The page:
Encryption for Dummies

More often than not, we’ve heard news about ‘leaks’, or ‘hacks’, that basically publicised a person’s personal, intimate, and even compromising photos and videos, for the world to see. The damages that stem from such a breach is literally immeasurable, since it affects more than just ‘reputation’.

As guardians of information, protectors of sensitive data, there is a duty to secure whatever files your partner/s have entrusted you with, to an absolute, high standard. For me, I use VeraCrypt.

VeraCrypt, like OTFE (which is now obsolete), is a simplified, straightforward program to do one thing only – encrypt. For newbies, encryption, in simpler terms, is a text-based puzzle that can only be solved by its corresponding ‘cheat code’, which your password is its lock. This particular software, creates a ‘safe’, of a size determined by you, to store all your sensitive data.

vera1

After downloading and installing the program, you should see this window. Start by clicking on the button ‘Create Volume’, and you will be presented with 3 options.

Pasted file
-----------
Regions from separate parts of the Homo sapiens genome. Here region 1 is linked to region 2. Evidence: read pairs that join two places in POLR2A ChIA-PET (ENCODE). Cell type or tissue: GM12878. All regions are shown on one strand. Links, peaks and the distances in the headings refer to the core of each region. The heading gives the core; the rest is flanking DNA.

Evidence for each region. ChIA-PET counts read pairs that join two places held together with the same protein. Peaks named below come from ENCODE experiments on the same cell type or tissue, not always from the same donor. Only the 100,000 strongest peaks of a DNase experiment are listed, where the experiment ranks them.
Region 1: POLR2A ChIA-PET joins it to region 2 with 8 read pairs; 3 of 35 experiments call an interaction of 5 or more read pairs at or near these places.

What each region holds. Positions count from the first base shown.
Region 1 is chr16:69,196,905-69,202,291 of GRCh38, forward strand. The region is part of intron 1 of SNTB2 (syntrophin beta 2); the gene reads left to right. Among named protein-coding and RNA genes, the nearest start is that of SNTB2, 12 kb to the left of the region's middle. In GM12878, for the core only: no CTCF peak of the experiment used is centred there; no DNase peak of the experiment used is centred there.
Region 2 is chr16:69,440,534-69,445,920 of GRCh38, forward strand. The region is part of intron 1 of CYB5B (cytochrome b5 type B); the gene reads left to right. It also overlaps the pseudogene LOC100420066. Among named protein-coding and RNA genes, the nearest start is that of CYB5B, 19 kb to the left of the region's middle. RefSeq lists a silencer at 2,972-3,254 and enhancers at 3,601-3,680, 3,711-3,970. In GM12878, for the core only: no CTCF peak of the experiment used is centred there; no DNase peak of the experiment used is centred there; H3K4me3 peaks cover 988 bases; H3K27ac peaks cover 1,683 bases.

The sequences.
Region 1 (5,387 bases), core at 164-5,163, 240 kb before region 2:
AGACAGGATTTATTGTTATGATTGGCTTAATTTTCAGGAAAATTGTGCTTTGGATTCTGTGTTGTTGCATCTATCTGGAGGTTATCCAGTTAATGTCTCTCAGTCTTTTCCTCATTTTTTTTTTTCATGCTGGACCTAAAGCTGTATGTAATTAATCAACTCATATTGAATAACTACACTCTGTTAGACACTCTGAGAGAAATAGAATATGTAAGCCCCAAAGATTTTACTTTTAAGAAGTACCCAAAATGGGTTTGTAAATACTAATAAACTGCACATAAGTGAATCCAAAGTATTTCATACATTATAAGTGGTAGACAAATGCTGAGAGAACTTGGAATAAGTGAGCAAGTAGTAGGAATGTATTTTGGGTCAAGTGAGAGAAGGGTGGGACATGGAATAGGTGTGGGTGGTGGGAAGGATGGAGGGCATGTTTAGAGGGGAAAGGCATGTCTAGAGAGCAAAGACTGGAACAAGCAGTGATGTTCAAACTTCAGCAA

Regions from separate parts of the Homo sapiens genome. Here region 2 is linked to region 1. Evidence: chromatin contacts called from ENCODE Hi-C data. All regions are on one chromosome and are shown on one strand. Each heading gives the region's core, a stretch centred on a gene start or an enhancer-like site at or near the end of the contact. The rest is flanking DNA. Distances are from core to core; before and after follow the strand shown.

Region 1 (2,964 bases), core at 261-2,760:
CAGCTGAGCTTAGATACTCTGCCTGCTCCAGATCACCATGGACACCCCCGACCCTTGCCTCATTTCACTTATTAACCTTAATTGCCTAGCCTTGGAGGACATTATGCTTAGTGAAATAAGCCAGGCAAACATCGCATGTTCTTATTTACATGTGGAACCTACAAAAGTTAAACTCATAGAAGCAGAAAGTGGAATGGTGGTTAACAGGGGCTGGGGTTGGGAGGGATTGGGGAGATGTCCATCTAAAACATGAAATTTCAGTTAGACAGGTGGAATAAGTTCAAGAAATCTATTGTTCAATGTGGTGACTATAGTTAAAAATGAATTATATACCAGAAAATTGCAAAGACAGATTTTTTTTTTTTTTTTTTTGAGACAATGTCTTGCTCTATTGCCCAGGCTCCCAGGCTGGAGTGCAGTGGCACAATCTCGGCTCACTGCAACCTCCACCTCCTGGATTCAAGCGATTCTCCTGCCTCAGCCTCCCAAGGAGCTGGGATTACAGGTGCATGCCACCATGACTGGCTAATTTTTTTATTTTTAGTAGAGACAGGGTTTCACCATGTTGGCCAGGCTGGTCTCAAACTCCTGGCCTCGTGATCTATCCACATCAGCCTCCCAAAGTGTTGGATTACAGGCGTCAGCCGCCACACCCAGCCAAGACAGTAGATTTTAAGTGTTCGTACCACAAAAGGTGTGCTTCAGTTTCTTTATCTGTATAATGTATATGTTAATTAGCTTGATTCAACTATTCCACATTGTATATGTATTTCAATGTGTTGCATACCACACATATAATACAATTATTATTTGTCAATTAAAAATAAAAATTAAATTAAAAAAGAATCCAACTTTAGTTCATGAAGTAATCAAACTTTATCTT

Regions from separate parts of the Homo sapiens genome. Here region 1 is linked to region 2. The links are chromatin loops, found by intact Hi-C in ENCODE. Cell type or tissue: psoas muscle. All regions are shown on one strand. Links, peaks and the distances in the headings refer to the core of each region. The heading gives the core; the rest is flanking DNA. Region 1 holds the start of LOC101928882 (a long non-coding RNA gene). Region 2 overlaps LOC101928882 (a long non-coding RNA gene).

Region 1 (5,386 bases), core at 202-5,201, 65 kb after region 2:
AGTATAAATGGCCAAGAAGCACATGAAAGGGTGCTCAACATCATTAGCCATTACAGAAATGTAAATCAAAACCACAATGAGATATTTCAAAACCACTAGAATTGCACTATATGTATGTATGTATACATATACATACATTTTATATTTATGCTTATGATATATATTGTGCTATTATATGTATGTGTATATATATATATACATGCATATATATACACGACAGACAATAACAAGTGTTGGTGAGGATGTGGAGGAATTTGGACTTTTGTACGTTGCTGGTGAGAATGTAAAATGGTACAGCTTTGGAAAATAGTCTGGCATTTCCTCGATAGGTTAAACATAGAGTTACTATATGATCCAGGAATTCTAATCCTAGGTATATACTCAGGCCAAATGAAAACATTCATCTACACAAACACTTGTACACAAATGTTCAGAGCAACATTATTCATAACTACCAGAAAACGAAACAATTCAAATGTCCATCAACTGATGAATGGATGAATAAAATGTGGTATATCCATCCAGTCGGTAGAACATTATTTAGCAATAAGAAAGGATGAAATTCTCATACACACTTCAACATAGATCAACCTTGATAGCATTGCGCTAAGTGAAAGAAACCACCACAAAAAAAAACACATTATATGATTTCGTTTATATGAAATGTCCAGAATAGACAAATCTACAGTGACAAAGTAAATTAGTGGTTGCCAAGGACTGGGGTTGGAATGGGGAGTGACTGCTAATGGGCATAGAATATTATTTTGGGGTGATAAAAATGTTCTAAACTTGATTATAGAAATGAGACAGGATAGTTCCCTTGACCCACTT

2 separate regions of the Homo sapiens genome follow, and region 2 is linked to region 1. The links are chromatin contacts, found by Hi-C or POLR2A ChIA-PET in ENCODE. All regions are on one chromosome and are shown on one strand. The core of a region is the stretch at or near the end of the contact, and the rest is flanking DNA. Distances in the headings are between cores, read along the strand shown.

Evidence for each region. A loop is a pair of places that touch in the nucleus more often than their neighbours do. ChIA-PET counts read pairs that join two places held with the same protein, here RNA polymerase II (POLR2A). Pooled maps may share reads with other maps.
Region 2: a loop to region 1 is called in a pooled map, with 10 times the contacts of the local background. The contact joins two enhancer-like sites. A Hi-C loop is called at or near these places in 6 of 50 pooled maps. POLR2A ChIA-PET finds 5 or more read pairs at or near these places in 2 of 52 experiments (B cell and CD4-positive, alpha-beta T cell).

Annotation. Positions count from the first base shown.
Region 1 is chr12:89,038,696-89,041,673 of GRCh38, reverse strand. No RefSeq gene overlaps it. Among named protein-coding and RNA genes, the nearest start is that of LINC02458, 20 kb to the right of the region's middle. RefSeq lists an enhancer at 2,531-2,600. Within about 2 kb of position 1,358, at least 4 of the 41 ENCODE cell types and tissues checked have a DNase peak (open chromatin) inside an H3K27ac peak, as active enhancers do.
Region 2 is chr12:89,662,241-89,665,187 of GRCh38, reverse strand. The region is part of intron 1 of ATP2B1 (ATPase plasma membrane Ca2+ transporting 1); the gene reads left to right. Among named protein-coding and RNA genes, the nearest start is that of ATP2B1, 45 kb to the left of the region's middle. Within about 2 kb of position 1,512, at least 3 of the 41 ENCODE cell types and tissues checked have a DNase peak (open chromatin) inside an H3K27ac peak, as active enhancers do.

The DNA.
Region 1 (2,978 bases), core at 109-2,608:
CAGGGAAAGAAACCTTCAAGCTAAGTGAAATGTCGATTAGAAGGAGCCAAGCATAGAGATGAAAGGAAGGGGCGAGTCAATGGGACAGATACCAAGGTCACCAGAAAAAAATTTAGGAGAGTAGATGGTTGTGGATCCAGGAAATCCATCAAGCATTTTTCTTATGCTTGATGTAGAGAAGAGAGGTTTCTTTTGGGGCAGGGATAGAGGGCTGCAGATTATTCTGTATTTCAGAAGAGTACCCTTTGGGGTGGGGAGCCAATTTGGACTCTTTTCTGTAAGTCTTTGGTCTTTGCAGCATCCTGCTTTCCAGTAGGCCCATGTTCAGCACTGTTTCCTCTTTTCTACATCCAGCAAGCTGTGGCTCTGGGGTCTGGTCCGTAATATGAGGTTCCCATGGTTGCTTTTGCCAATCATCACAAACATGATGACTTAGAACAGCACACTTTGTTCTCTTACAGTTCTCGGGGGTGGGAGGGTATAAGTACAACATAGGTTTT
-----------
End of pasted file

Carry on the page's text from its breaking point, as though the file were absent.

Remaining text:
1. Create a file container (a ‘safe’ in folder format).
  2. Encrypt an external storage device (flash drive, HDD, SSD, CD/ DVD, etc.)
  3. Encrypt an existing partition or the whole hard drive

If you are lost and confused about all of the options, pick the first, and run through the whole process to get an idea about data encryption. Option 1 will create a portable, movable, deletable file, which will open into a familiar Windows Explorer screen.

Moving on (From the first option), you will see this window;

vera2

Take your time to read the entire page carefully, and you will realise how expansive this security tool is. Choose either one, and the volume-creating-wizard will walk you through the rest of the way.

The end product of your designated, digital hideout should look like this;

vera3

An unreadable, yes, unreadable file until you locate that file using the VeraCrypt software.

Going back to the first image, you will pick any drive letter (that you like), click ‘Select File…’ and find the (unreadable) file that you just created, and ‘Mount’! Voila! Of course you have to punch in your password next.

According to the developers/ creators, if you forget the password, ‘The only way to recover your files is to try to “crack” the password or the key, but it could take thousands or millions of years (depending on the length and quality of the password or keyfiles, on the software/hardware performance, algorithms, and other factors).

In short, let go and delete the container once you forgotten the password. You won’t be afraid of what you cannot recover.

This little guide is just a method of securing digital files that I think may benefit some of you, shady or not, it’s always good to use some form of protection eh?

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